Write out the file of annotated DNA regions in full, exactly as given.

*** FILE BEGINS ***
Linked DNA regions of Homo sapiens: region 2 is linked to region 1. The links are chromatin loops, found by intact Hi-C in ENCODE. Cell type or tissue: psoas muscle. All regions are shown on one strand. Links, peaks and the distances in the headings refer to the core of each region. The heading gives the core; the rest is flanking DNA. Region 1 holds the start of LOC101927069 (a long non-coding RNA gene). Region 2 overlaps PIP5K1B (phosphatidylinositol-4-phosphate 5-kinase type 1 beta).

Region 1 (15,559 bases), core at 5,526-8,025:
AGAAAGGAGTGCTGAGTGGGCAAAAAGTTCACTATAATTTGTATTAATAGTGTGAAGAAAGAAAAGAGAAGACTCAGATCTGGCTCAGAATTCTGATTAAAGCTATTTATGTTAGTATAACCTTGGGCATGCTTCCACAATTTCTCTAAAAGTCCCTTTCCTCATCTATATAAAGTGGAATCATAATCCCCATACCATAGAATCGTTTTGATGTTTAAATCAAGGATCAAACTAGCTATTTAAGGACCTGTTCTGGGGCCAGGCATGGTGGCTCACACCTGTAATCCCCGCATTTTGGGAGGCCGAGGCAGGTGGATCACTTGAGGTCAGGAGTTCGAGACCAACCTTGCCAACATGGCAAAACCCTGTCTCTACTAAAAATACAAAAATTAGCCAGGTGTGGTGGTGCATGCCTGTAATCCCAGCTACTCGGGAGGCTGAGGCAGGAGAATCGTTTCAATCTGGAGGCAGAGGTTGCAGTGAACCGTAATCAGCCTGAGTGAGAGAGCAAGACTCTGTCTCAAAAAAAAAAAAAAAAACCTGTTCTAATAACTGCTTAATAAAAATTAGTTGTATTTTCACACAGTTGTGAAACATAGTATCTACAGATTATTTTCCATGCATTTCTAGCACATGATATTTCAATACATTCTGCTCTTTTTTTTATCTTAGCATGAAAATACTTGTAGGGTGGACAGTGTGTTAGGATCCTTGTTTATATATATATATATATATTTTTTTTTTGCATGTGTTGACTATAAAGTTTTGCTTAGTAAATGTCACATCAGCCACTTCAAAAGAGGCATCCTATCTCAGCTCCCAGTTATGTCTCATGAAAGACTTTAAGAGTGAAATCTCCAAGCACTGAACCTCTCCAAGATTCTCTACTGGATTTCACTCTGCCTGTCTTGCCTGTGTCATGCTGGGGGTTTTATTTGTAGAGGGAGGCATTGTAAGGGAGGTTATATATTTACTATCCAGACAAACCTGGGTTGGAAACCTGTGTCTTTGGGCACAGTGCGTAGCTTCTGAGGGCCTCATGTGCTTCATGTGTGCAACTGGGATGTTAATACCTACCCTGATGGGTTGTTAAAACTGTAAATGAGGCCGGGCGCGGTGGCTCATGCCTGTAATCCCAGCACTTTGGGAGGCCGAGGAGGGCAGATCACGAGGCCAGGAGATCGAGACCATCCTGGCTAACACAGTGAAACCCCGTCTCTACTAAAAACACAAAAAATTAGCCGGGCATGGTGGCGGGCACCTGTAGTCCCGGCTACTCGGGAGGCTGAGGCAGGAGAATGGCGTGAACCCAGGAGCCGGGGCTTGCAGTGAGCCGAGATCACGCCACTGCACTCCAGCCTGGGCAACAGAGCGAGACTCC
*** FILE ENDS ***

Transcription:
Linked DNA regions of Homo sapiens: region 2 is linked to region 1. The links are chromatin loops, found by intact Hi-C in ENCODE. Cell type or tissue: psoas muscle. All regions are shown on one strand. Links, peaks and the distances in the headings refer to the core of each region. The heading gives the core; the rest is flanking DNA. Region 1 holds the start of LOC101927069 (a long non-coding RNA gene). Region 2 overlaps PIP5K1B (phosphatidylinositol-4-phosphate 5-kinase type 1 beta).

Region 1 (15,559 bases), core at 5,526-8,025:
AGAAAGGAGTGCTGAGTGGGCAAAAAGTTCACTATAATTTGTATTAATAGTGTGAAGAAAGAAAAGAGAAGACTCAGATCTGGCTCAGAATTCTGATTAAAGCTATTTATGTTAGTATAACCTTGGGCATGCTTCCACAATTTCTCTAAAAGTCCCTTTCCTCATCTATATAAAGTGGAATCATAATCCCCATACCATAGAATCGTTTTGATGTTTAAATCAAGGATCAAACTAGCTATTTAAGGACCTGTTCTGGGGCCAGGCATGGTGGCTCACACCTGTAATCCCCGCATTTTGGGAGGCCGAGGCAGGTGGATCACTTGAGGTCAGGAGTTCGAGACCAACCTTGCCAACATGGCAAAACCCTGTCTCTACTAAAAATACAAAAATTAGCCAGGTGTGGTGGTGCATGCCTGTAATCCCAGCTACTCGGGAGGCTGAGGCAGGAGAATCGTTTCAATCTGGAGGCAGAGGTTGCAGTGAACCGTAATCAGCCTGAGTGAGAGAGCAAGACTCTGTCTCAAAAAAAAAAAAAAAAACCTGTTCTAATAACTGCTTAATAAAAATTAGTTGTATTTTCACACAGTTGTGAAACATAGTATCTACAGATTATTTTCCATGCATTTCTAGCACATGATATTTCAATACATTCTGCTCTTTTTTTTATCTTAGCATGAAAATACTTGTAGGGTGGACAGTGTGTTAGGATCCTTGTTTATATATATATATATATATTTTTTTTTTGCATGTGTTGACTATAAAGTTTTGCTTAGTAAATGTCACATCAGCCACTTCAAAAGAGGCATCCTATCTCAGCTCCCAGTTATGTCTCATGAAAGACTTTAAGAGTGAAATCTCCAAGCACTGAACCTCTCCAAGATTCTCTACTGGATTTCACTCTGCCTGTCTTGCCTGTGTCATGCTGGGGGTTTTATTTGTAGAGGGAGGCATTGTAAGGGAGGTTATATATTTACTATCCAGACAAACCTGGGTTGGAAACCTGTGTCTTTGGGCACAGTGCGTAGCTTCTGAGGGCCTCATGTGCTTCATGTGTGCAACTGGGATGTTAATACCTACCCTGATGGGTTGTTAAAACTGTAAATGAGGCCGGGCGCGGTGGCTCATGCCTGTAATCCCAGCACTTTGGGAGGCCGAGGAGGGCAGATCACGAGGCCAGGAGATCGAGACCATCCTGGCTAACACAGTGAAACCCCGTCTCTACTAAAAACACAAAAAATTAGCCGGGCATGGTGGCGGGCACCTGTAGTCCCGGCTACTCGGGAGGCTGAGGCAGGAGAATGGCGTGAACCCAGGAGCCGGGGCTTGCAGTGAGCCGAGATCACGCCACTGCACTCCAGCCTGGGCAACAGAGCGAGACTCC